October 31, 2014

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June 7, 2012


The Modern Marriage Ideology

A magnificent piece by Andrew Cameron of Moore Theological College in the Southern Cross and on sydneyanglicans.net

In the middle of these changing loves, Christians can ask helpful questions (there’s not much point being polemical when so little thought has been given to the nature of marriage). We can ask our neighbours: ‘Are you sure that you are not missing something? Do you really want to abandon those older loves? Will that actually help us as a community?’.

For marriage has named that part of our social ecology constituted by lifelong, sexually exclusive, gender-complementary relationships. To date, these relationships have been thought unique enough to deserve special recognition. Although not all marriages result in children, marriage affirms the link between children and their biological parents. But a move to ‘marriage equality’ finally dissembles this link. A gay couple must always source its child’s biological parent from outside the relationship, so to call the couple married confirms that biological parenthood is not integral to our understanding of marriage, nor expected of marriage. That in turn suggests that we believe loving biological parenthood is not particularly important to children’s wellbeing.

The public link between men, women and biological offspring has worked for the public good, despite the fact that some married people don’t have children. Opponents of the change simply want to ask others: are you sure you want to change all that? And do the gains in public good proposed for gays and lesbians suffice to offset the public good we think is being diminished? The argument that marriage simply names people’s love for those who want it so named misses the wider social canvas at stake (and the argument that marriage is necessary for gay mental health is simply odd, for surely there are many other means to this end).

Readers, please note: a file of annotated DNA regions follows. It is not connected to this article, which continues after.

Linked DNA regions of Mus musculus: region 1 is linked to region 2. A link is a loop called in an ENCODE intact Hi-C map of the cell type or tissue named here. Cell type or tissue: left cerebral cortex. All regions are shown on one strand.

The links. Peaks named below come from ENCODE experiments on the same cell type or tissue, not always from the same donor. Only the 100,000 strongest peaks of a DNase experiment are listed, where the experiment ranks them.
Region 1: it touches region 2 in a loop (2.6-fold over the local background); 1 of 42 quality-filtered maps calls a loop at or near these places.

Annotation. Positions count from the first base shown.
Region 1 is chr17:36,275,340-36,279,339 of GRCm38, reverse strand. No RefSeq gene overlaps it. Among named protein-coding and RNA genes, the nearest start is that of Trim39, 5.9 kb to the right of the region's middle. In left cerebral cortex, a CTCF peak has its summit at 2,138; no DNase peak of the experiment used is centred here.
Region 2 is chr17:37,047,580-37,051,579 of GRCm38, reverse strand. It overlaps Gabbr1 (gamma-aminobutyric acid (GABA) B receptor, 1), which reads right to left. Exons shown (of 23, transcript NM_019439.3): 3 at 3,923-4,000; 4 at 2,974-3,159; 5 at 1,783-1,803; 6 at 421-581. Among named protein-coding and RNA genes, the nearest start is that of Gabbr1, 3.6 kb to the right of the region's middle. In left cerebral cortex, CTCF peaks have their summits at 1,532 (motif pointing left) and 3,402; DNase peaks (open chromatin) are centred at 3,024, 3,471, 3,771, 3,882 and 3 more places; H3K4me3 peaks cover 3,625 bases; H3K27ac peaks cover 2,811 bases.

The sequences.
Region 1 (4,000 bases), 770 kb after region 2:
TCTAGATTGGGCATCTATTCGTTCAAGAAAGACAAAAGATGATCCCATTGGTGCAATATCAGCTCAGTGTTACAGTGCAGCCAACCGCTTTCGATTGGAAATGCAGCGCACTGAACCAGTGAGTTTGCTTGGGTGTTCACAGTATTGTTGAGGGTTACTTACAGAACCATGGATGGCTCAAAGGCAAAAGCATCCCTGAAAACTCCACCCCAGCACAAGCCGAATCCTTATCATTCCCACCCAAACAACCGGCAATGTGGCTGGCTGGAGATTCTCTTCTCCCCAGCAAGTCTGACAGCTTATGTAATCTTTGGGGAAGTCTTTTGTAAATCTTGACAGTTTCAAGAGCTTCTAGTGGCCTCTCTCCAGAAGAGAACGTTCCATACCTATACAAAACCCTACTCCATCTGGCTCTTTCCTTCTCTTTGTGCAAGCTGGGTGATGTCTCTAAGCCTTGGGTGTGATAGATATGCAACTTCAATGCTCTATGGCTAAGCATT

To ask the questions ‘Are you sure?’ and ‘Are you missing something?’ doesn’t ‘impose’ anything on anybody. The charge of ‘imposing’ simply distracts us from discussing marriage (and is a form of emotional blackmail that cripples a lot of discussion in Australia).* Even though the Bible shapes our view of marriage, it’s a view that can be useful in public discussion when it gains traction with others and makes sense to them. Our view of marriage makes deep sense to those in society who feel the tug of marriage as we now know it.

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